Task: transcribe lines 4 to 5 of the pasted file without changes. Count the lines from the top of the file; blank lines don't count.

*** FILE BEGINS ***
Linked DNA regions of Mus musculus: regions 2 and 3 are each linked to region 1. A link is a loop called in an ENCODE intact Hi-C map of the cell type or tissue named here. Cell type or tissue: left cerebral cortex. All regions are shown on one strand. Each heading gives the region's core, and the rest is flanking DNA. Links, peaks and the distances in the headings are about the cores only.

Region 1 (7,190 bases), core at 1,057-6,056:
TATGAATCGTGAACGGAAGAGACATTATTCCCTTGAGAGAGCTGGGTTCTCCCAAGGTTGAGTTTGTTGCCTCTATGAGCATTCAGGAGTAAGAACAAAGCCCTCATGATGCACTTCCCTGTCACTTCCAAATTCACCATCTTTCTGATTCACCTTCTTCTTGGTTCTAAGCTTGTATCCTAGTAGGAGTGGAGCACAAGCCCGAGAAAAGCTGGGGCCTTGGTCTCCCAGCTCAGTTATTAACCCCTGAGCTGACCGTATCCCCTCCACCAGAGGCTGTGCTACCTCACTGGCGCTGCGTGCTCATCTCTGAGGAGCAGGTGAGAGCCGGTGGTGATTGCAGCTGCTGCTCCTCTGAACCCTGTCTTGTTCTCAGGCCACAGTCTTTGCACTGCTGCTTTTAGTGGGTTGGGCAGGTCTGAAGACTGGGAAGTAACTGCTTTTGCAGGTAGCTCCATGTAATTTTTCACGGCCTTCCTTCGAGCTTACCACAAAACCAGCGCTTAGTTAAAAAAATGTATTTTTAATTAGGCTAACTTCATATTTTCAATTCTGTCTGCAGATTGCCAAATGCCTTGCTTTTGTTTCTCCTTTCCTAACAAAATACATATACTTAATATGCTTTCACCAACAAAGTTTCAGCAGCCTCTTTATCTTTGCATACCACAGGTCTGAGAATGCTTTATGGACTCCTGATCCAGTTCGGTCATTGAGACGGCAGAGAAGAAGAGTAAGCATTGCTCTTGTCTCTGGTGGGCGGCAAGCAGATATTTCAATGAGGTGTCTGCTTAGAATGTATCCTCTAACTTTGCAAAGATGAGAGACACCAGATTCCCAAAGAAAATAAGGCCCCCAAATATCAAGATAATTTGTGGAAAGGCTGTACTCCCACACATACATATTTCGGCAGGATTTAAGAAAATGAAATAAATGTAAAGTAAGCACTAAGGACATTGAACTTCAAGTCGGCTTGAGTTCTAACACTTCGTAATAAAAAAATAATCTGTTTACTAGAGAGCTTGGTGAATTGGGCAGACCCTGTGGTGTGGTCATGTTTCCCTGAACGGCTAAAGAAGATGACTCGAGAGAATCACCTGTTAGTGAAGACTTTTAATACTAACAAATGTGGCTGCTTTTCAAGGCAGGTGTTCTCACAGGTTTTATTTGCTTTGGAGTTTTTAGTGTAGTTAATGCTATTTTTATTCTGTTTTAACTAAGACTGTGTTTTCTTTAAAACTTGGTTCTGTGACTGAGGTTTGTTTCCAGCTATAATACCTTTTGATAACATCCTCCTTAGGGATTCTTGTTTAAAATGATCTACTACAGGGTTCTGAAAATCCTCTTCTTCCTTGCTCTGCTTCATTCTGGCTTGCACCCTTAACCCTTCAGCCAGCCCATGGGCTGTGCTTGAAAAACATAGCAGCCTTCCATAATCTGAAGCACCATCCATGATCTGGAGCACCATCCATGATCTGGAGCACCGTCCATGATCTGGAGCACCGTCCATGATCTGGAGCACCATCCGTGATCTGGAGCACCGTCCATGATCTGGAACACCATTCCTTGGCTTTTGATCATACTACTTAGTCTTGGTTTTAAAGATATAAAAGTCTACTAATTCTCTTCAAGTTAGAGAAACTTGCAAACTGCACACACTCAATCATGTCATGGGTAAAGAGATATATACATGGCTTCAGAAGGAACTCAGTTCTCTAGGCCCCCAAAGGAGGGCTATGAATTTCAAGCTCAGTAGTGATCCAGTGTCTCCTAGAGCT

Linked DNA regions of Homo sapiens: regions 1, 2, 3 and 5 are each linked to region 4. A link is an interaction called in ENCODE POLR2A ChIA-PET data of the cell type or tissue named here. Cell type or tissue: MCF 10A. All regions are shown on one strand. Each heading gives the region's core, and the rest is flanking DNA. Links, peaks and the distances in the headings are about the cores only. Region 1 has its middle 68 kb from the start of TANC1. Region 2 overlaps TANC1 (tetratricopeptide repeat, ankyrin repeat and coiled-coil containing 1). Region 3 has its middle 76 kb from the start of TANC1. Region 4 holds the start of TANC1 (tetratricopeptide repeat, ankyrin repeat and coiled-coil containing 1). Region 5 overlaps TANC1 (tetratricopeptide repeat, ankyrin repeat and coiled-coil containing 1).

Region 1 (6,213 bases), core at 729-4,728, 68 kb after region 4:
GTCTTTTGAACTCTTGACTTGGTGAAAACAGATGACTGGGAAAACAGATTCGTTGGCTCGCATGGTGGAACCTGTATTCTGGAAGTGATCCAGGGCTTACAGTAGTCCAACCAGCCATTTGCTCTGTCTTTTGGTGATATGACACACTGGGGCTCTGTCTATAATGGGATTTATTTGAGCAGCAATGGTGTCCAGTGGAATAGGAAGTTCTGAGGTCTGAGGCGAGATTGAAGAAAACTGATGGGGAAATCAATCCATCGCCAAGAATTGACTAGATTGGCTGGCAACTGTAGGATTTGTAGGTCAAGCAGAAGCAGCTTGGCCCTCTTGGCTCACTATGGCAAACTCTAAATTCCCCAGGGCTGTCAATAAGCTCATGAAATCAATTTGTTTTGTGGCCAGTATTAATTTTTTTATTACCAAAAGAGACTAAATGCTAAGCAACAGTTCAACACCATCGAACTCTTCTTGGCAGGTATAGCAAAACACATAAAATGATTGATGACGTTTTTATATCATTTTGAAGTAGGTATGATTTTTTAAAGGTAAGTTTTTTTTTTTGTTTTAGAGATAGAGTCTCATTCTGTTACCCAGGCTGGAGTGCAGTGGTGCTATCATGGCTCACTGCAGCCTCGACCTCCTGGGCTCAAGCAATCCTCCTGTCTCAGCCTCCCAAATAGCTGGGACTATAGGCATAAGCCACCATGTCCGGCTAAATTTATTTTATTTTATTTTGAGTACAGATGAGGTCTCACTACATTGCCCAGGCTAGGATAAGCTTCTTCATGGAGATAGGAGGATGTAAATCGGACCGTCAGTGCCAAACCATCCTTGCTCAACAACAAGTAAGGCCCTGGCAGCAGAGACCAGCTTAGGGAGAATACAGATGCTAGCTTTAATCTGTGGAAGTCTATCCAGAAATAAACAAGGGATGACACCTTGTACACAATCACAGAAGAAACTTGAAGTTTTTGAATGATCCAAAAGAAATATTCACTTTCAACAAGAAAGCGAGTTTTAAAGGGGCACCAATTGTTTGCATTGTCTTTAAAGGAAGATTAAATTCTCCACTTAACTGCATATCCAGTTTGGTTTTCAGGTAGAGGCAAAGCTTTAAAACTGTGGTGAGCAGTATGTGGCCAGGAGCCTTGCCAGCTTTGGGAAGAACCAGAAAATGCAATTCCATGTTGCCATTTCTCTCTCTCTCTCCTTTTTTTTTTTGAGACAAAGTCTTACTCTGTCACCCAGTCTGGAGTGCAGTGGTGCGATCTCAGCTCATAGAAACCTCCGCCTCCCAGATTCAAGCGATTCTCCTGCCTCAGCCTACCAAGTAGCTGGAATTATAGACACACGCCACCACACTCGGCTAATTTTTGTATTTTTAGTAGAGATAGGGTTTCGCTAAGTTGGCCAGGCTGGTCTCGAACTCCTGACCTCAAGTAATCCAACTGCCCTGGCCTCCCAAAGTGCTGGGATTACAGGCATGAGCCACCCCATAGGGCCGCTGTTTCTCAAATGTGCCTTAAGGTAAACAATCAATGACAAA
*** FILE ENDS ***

Linked DNA regions of Homo sapiens: regions 1, 2, 3 and 5 are each linked to region 4. A link is an interaction called in ENCODE POLR2A ChIA-PET data of the cell type or tissue named here. Cell type or tissue: MCF 10A. All regions are shown on one strand. Each heading gives the region's core, and the rest is flanking DNA. Links, peaks and the distances in the headings are about the cores only. Region 1 has its middle 68 kb from the start of TANC1. Region 2 overlaps TANC1 (tetratricopeptide repeat, ankyrin repeat and coiled-coil containing 1). Region 3 has its middle 76 kb from the start of TANC1. Region 4 holds the start of TANC1 (tetratricopeptide repeat, ankyrin repeat and coiled-coil containing 1). Region 5 overlaps TANC1 (tetratricopeptide repeat, ankyrin repeat and coiled-coil containing 1).

Region 1 (6,213 bases), core at 729-4,728, 68 kb after region 4: